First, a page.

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ICJ/584
23 June 1999

DEMOCRATIC REPUBLIC OF CONGO INSTITUTES PROCEEDINGS BEFORE ICJ AGAINST BURUNDI UGANDA AND RWANDA ON ACCOUNT OF 'ACTS OF ARMED AGGRESSION'

23 June 1999


Press Release
ICJ/584


DEMOCRATIC REPUBLIC OF CONGO INSTITUTES PROCEEDINGS BEFORE ICJ AGAINST BURUNDI UGANDA AND RWANDA ON ACCOUNT OF 'ACTS OF ARMED AGGRESSION'

19990623

THE HAGUE, 23 June (ICJ) -- The Democratic Republic of the Congo (DRC) today instituted proceedings before the International Court of Justice (ICJ) against Burundi, Uganda and Rwanda, respectively, for "acts of armed aggression committed ... in flagrant breach of the United Nations Charter and of the Charter of the Organization of African Unity (OAU)".

In its Applications, the DRC contends that the invasion of Congolese territory by Burundian, Ugandan and Rwandan troops on 2 August 1998 (an invasion currently claimed to involve fighting in seven provinces) constitutes a "violation of [its] sovereignty and of [its] territorial integrity", as well as a "threat to peace and security in central Africa in general and in the Great Lakes region in particular". The DRC accuses the three States of having attempted to "seize Kinshasa through the lower Congo, in order to overthrow the Government of Public Salvation and assassinate President Laurent Désiré Kabila, with the object of installing a Tutsi regime or a regime under Tutsi control". The DRC also accuses those States of "violations of international humanitarian law and massive violations of human rights" (massacres, rapes, attempted kidnappings and murders), and of the looting of large numbers of public and private institutions. It further claims that "the assistance given to the Congolese rebellion or rebellions ... and the issue of frontier security were mere pretexts designed to enable the aggressors to seize the assets of the territories invaded and hold the civil population to ransom".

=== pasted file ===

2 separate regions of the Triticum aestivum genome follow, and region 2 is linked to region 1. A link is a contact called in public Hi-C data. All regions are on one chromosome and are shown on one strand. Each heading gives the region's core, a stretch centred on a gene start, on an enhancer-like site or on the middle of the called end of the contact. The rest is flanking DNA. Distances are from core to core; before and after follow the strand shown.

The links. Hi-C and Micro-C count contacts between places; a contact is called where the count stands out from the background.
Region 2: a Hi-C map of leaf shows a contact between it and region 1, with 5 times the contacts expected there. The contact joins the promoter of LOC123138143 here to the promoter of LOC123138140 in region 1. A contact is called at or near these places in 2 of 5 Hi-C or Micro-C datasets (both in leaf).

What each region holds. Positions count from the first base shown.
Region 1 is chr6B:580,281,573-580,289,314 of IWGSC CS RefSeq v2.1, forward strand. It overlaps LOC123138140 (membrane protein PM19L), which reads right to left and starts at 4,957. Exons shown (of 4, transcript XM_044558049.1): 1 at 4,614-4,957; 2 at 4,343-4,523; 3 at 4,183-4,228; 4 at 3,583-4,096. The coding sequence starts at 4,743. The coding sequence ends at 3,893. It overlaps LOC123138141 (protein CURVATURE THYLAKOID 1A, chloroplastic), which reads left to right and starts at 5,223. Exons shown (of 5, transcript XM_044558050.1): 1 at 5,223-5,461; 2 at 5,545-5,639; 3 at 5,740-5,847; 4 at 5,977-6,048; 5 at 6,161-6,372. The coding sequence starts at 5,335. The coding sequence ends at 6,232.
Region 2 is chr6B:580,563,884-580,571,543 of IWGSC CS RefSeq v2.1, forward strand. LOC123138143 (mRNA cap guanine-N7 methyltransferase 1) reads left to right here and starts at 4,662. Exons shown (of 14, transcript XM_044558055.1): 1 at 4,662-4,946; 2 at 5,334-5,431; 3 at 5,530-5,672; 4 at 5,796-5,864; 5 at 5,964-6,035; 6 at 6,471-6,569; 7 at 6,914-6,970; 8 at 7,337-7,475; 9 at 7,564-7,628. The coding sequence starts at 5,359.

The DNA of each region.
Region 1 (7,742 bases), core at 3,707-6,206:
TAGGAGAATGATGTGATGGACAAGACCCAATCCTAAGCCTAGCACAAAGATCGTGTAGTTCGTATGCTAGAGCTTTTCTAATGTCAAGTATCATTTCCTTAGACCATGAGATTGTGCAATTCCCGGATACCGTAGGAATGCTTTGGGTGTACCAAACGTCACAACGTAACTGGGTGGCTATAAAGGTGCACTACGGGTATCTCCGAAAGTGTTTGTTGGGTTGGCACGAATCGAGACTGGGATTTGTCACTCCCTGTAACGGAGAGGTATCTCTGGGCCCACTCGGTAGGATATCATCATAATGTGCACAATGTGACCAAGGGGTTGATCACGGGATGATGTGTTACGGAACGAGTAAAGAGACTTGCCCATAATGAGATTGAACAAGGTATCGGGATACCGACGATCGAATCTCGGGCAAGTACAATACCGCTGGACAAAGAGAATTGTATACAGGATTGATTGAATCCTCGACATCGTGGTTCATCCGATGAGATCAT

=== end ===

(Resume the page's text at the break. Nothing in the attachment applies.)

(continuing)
The Democratic Republic of the Congo accordingly asks the Court to declare that Burundi, Uganda and Rwanda are guilty of acts of aggression; that they have violated and continue to violate the 1949 Geneva Conventions and their 1977 Additional Protocols; that, by taking forcible possession of the Inga hydroelectric dam and deliberately regularly causing massive electric power cuts, they have made themselves responsible "for very heavy losses of life in the city of Kinshasa ... and the surrounding region"; and that, in shooting down a Boeing 727 aircraft on 9 October 1998, the property of Congo Airlines, and thus causing the death of 40 civilians, they violated certain international treaties relating to civil aviation.

The DRC further requests the Court to declare that the armed forces of Burundi, Uganda and Rwanda must "forthwith vacate the territory" of the Congo; that the said States "must secure the immediate and unconditional withdrawal from Congolese territory of [their] nationals, both individuals and corporate

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entities"; and that the DRC "is entitled to ... compensation in respect of all acts of looting, destruction, removal of property and of persons and other unlawful acts attributable" to the States concerned.

In its Application instituting proceedings against Uganda, the DRC invokes as a basis for the jurisdiction of the Court the declarations by which both States have accepted the compulsory jurisdiction of the Court in relation to any other State accepting the same obligation (Article 36, paragraph 2, of the Statute of the Court).

In its Applications instituting proceedings against Burundi and Rwanda, the DRC invokes Article 36, paragraph 1, of the Statute of the Court, the New York Convention against Torture and Other Cruel, Inhuman or Degrading Treatment or Punishment of 10 December 1984 and the Montreal Convention for the Suppression of Unlawful Acts against the Safety of Civil Aviation of 23 September 1971, and also Article 38, paragraph 5, of the Rules of Court. This Article contemplates the situation where a State files an application against another State which has not accepted the jurisdiction of the Court. As to Article 36, paragraph 1, it provides that "the jurisdiction of the Court comprises all cases which the parties refer to it and all matters specially provided for in the Charter of the United Nations or in treaties and conventions in force".

The full text of the Applications instituting proceedings against Burundi, Uganda and Rwanda will be available shortly on the Court's website (http://www.icj-cij.org).

For further information, contact Arthur Witteveen, Secretary of the Court (tel: + 31 70 302 23 36), and Laurence Blairon, Information Officer (tel: + 31 70 302 23 37); e-mail address: information@icj-cij.org.

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For information media. Not an official record.